Donald Trump savours trade deal with Canada and Mexico

Canada’s Justin Trudeau Monday hailed a new continental trade pact with the United States and Mexico as “profoundly beneficial” for Canadians – but the prime minister must now sell the deal to skeptical dairy farmers, unions and voters.

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Trump, as well as American farmers, have always been furious about this, despite the fact that Canada imports far more American milk than the USA imports Canadian milk; the U.S. has a trade surplus of about $400 million in dairy.

President Donald Trump on Monday slammed critics of his restrictive trade policy during a press conference discussing the new trade agreement reached by the US, Canada, and Mexico.

Of course, the Twitterverse was buzzing with mixed reactions including confusion and humour after the new name was unveiled.

A spokesman for Jim Carr, Canada’s new minister for global trade diversification, said nothing that Canada agreed to in the USMCA would hamper the ability to pursue trade a trade agreement with China.

With files from Kenneth Chan.

I don’t think any country would like someone to be in their critical trade negotiations that was not tough.

Trump’s approach at best means America is jogging in place against all of the very real challenges our country needs to address, from income equality to the opioid crisis – and at worst, means our credibility as a nation is shattered.

Trump also took aim at China, the president’s main adversary on trade.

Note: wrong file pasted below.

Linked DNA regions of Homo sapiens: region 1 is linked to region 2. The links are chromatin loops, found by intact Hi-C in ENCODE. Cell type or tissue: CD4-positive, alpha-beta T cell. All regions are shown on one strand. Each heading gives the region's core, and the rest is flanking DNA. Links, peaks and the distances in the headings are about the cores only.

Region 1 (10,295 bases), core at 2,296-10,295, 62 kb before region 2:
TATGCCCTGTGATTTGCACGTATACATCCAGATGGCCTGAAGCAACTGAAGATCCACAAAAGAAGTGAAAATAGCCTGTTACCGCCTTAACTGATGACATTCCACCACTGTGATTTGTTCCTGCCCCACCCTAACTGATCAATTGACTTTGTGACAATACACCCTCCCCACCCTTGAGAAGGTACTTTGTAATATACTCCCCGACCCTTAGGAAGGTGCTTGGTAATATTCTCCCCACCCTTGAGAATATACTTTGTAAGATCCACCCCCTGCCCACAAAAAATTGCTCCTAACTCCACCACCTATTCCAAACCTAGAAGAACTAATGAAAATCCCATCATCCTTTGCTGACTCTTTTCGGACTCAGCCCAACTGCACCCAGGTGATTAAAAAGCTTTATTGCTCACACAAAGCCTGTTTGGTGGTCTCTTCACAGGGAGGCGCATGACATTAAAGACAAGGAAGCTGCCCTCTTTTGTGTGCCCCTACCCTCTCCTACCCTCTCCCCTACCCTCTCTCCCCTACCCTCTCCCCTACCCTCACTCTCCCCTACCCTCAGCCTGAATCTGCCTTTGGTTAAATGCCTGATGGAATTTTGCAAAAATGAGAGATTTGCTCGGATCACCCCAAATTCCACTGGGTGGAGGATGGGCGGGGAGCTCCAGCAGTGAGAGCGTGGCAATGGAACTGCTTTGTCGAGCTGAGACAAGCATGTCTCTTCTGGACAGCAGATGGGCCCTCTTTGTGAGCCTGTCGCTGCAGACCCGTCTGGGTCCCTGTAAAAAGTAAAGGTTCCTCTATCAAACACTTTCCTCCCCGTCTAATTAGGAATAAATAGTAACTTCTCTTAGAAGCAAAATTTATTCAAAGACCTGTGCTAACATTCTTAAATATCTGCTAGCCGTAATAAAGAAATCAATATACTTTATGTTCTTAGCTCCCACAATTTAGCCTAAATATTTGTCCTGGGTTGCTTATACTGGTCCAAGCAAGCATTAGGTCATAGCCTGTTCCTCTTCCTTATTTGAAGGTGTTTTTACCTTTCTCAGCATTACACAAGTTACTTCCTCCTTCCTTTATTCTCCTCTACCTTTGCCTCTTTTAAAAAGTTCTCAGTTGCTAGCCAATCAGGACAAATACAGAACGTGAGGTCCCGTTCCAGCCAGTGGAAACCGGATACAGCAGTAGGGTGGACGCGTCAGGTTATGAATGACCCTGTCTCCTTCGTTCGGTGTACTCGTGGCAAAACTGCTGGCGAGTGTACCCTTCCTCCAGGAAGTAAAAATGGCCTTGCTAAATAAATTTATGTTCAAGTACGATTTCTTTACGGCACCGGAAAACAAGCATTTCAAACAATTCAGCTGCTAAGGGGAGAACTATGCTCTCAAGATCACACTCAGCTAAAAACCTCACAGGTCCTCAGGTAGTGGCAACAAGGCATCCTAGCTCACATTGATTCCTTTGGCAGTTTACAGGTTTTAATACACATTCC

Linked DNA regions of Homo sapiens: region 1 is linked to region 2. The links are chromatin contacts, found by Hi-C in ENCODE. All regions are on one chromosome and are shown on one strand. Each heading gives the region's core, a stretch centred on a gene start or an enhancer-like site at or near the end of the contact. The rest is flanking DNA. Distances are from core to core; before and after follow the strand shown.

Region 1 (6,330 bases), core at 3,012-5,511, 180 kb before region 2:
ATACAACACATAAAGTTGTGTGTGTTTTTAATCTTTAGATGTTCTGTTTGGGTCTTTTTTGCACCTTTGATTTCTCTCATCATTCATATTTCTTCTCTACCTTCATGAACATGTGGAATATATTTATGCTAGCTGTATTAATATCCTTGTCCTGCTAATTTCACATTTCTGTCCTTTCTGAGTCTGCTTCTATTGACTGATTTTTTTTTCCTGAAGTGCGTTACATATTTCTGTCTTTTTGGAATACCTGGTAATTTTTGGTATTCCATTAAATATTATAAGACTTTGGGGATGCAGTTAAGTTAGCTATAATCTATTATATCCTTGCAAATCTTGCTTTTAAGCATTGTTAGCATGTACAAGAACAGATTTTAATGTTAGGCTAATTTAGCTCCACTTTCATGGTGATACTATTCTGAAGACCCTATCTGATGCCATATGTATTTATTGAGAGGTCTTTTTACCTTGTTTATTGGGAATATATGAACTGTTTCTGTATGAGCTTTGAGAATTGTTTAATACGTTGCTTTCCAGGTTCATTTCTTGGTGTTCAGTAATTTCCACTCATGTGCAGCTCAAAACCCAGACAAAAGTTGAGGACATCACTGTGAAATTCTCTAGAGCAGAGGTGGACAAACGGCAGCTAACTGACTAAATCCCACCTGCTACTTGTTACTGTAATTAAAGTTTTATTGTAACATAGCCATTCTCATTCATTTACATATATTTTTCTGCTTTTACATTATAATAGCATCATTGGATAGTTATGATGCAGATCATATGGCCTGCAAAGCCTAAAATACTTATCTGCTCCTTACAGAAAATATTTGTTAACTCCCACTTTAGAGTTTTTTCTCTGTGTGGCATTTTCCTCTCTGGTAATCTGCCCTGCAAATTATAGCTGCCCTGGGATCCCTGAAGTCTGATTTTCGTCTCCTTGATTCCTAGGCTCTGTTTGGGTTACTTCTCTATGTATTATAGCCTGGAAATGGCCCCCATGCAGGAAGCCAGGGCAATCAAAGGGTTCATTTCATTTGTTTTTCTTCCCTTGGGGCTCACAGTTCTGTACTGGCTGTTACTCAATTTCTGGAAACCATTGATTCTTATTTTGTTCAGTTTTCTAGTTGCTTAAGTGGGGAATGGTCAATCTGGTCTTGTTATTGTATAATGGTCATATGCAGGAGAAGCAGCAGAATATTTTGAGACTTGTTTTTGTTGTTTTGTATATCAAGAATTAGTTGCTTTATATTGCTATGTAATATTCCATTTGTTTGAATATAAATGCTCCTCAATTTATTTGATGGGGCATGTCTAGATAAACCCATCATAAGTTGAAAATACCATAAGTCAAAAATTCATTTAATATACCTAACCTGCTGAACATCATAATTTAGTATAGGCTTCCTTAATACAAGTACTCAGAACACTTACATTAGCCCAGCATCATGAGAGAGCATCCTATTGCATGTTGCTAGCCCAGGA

“Most of effects … have already been absorbed in Southeast Asia”, he said.

While that provision was an irritant for Lighthizer from the outset of negotiations, Freeland said her USA counterpart “has come to appreciate its value for Canada and the value it brought to the larger trading relationship”. It offers Canada protection if Trump goes ahead with plans to impose tariffs on cars, trucks and auto parts imported into the United States.

Speaking at a political rally in Wheeling, West Virginia on Saturday night, Trump told supporters: “We’ll see what happens with Canada, if they come along”.

“By increasing the term to 10 years, there will be less competition and higher prices”, said Valeria Moy, an economics professor and the director of Mexico Como Vamos, a think tank in Mexico City.

Despite the Canadian concessions, Professor Louis Belanger of the University of Laval in Quebec told AFP the alternative – no deal at all – would have been a much darker outcome.

“We are sending China a message, and I hope they are listening”, he said.

“He’s a good man, he’s done a good job and he loves the people of Canada”, Trump said. “We understand how important it is to engage, to exchange, to grow our economies to the benefit both of ourselves and the countries we partner with”.

“In the long term, as long as the supply chains are shifting towards North America, it will be harder for countries elsewhere to break into the North American market”, said Henry Gao, a professor of trade policy at Singapore Management University.

WATCH above to hear Toronto Sun columnist Lorrie Goldstein break down the new NAFTA reboot with our host Mark Daniell and if Canada comes out a victor or loser out of this deal.

Yesterday (30 September), the National Association of Manufacturers’ president and CEO Jay Timmons released a statement applauding the new USMCA, adding it creates more opportunities for USA manufacturing workers, especially as the trade relationship with China has recently turned sour. “That would have been devastating for Canada, and so we just had to say no”.

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For Trump, the agreement offered vindication for his hardline trade policies that have roiled relations with China, the European Union and America’s North American neighbors while causing concerns among Midwest farmers and manufacturers anxious about retaliation.

Donald Trump and Justin Trudeau during a G7 summit in Canada in June